One Health Principles Applied to Human Domestic Violence


Between animal and human medicine there are no dividing lines--nor should there be.”      Rudolf Virchow, MD (the father of cellular pathology)


Provided to the One Health Initiative website October 23, 2012 by:


*Kevin M. Sherin, MD, MPH



The way people treat their pets or other animals frequently is an indication of how they treat people.  Unfortunately, animal abuse is too often connected to domestic violence and even serial killers. 


The shooters in the Columbine High School rampage including Jeffery Dahmer, Ted Bundy, David Berkowitz (“The Son of Sam”), Albert DeSalvo (“Boston Strangler”) all are accused of abusing animals before committing their other crimes.  This is why many states are being urged to establish animal abuse registries where anyone convicted of felony animal abuse would be registered for case management.


During my residency training many years ago, my wife and I were confronted in the middle of the night by a neighbor who stated she was badly beaten.  After more news on high profile domestic violence cases, I became determined to create a screening tool…. and the HITS tool was born in 1998.  The HITS instrument is comprised of four questions and asks: “How often does your partner physically Hurt you, Insult you or talk down to you, Threaten you with harm, and Scream or curse at you?”   The title “HITS” captures these four forms of domestic violence.


The HITS tool has been rigorously tested in a variety of settings, but was originally tested with 160 women in a family practice.  The results showed scores from the HITS correlated very well with a substantially larger and well known instrument that measures one’s experience with interpersonal violence.  The HITS was then further tested using a group of 99 women living in a domestic violence shelter.  The results showed that the HITS correctly identified 96% of the women living at the shelter and 91% of women who were routine family medicine patients. The results were published in the August 1998 edition of the journal Family Medicine. 


Over the years, the HITS has been researched with Spanish and Chinese speaking women, among others. It has also been translated into Arabic, Urdu, Dutch, and is used in parts of Africa.  Overall, the HITS has been used in all six populated continents.


The American Medical Association (AMA), and the U.S. Centers for Disease Control and Prevention (CDC) both recognize the HITS tool as a validated, researched screening instrument.  The domestic violence cases identified by HITS may also in turn identify pets that are at risk.


Communities should collaborate and push for animal registries which can help prevent animal and human violence and abuse.   Available tools and resources need to be linked.  One example of this is the free R3 App, (Recognize, Respond and Refer), the first mobile domestic violence screening tool in the U.S. that uses the HITS process.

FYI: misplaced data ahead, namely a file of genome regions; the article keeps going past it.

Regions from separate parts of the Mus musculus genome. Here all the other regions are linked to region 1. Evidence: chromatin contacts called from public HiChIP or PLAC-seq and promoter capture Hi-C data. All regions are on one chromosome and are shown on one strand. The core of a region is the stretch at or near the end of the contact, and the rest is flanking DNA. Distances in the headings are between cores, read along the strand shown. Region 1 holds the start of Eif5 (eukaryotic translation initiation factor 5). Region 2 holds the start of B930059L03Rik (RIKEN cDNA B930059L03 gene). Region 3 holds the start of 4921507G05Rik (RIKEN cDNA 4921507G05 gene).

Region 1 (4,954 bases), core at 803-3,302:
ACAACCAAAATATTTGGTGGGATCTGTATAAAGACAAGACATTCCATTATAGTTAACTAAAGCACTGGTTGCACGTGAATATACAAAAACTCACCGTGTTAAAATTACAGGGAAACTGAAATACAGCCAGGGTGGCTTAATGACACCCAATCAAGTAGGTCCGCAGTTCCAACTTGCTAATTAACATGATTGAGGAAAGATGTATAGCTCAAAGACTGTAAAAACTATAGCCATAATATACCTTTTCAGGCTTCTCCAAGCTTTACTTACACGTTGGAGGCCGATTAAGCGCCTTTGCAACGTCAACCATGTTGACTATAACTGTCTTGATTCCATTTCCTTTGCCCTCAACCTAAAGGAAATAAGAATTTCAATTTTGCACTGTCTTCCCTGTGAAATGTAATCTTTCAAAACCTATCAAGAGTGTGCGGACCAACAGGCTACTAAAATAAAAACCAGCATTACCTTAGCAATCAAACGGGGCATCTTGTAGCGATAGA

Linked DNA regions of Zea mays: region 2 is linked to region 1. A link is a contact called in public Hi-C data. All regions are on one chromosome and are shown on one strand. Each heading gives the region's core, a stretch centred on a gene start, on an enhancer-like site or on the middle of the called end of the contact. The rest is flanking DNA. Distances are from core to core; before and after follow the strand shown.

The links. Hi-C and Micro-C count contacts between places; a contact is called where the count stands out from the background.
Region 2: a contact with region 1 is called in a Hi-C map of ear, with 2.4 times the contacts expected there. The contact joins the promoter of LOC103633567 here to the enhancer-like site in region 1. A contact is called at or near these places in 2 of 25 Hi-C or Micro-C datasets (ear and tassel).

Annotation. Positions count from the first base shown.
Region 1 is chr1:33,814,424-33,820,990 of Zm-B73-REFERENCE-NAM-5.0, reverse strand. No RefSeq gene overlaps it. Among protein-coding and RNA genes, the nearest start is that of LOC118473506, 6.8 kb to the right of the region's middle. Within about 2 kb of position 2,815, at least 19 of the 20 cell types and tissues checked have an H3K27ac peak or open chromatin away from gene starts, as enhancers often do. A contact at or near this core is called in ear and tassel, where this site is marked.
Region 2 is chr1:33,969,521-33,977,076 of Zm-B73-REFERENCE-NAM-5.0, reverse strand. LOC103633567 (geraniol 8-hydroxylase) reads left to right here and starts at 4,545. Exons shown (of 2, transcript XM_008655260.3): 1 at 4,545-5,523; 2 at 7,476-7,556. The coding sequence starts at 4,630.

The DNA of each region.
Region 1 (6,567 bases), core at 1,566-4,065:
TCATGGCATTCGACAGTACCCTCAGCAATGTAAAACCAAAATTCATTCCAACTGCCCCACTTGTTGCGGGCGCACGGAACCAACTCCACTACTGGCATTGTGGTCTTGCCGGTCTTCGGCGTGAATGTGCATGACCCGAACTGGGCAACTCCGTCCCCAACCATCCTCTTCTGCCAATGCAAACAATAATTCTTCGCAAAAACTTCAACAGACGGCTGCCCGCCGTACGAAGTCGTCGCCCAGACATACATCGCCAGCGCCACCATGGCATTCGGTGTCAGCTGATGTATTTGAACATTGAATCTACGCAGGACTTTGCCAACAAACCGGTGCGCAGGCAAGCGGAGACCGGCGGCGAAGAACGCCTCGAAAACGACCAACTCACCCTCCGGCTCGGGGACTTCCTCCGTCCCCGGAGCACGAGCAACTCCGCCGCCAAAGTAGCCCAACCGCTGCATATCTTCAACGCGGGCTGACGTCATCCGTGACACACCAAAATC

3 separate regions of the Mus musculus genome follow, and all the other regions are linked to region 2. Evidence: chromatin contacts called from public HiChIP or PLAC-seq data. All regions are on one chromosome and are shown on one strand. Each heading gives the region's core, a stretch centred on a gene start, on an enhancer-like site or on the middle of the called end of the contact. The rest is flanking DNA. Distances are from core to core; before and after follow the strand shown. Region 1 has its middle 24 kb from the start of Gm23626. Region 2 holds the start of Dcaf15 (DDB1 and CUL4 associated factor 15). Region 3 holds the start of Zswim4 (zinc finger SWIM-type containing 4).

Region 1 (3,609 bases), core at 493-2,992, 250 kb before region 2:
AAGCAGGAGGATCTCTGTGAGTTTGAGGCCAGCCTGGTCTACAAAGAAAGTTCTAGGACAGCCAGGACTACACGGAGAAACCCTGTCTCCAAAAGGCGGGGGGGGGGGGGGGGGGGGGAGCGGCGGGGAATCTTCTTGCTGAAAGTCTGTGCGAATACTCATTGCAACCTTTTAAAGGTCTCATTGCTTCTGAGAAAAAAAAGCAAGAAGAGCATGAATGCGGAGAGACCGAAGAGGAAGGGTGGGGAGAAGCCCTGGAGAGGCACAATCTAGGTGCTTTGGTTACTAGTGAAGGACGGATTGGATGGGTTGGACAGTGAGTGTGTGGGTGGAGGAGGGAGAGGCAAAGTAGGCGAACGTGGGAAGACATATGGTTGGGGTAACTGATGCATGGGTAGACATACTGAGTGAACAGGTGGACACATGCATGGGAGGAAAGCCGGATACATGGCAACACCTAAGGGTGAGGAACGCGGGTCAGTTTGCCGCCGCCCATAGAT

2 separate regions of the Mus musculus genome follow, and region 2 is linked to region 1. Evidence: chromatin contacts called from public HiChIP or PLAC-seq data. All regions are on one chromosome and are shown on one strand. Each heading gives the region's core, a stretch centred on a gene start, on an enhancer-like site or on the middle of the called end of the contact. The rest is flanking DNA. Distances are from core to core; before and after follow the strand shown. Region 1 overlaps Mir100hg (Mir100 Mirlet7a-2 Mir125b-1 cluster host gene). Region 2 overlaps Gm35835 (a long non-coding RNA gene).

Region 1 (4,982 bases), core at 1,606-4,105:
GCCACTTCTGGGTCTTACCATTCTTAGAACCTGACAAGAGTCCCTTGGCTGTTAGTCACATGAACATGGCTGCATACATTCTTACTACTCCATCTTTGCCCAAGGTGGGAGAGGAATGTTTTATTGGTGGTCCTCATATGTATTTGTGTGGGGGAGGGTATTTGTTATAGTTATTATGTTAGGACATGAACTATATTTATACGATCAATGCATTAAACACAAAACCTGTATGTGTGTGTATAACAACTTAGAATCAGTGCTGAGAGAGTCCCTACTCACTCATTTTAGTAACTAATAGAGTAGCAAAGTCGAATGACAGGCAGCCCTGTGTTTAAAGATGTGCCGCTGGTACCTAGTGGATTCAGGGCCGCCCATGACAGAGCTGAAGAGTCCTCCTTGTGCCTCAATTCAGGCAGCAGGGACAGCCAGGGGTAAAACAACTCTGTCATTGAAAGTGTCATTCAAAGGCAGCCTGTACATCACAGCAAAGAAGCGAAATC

The mobile application, collaboration between Harbor House of Central Florida, Florida Hospital, and the HITS tool is working to turn smart phones and i-pads in hospitals and physicians’ offices into powerful screening tools that help identify victims of domestic abuse and direct them to the help they need.  This kind of multidisciplinary/interdisciplinary One Health ( collaboration and communication is important to expand screening tools like this into more medical, veterinary medical (veterinarians), and mental health settings.





Animal Legal Defense Fund (ALDF). ALDF was founded in 1979 with the unique mission of protecting the lives and advancing the interests of animals through the legal system.

Clinical Research and Methods (Fam Med 1998;30(7):508-12.)

HITS: A Short Domestic Violence Screening Tool for Use in a Family Practice Setting
Kevin M. Sherin, MD, MPH; James M. Sinacore, PhD; Xiao-Qiang Li, MD; Robert E. Zitter, PhD; Amer Shakil, MD

HITS was copyrighted in 2003 by Kevin Sherin MD, MPH; For permission to use HITS, Email; *HITS is used in multiple languages 2006

*NOTE: Dr. Kevin M. Sherin is Director and Health Officer, Orange County Health Department,   Orlando, Florida (USA).  Dr. Sherin also serves on the One Health Initiative Autonomous Pro Bono team’s Honorary Advisory Board



One Health Initiative Autonomous pro bono Team: Laura H. Kahn, MD, MPH, MPP ▪ Bruce Kaplan, DVM ▪ Thomas P. Monath, MD ▪ Jack Woodall, PhD Lisa A. Conti, DVM, MPH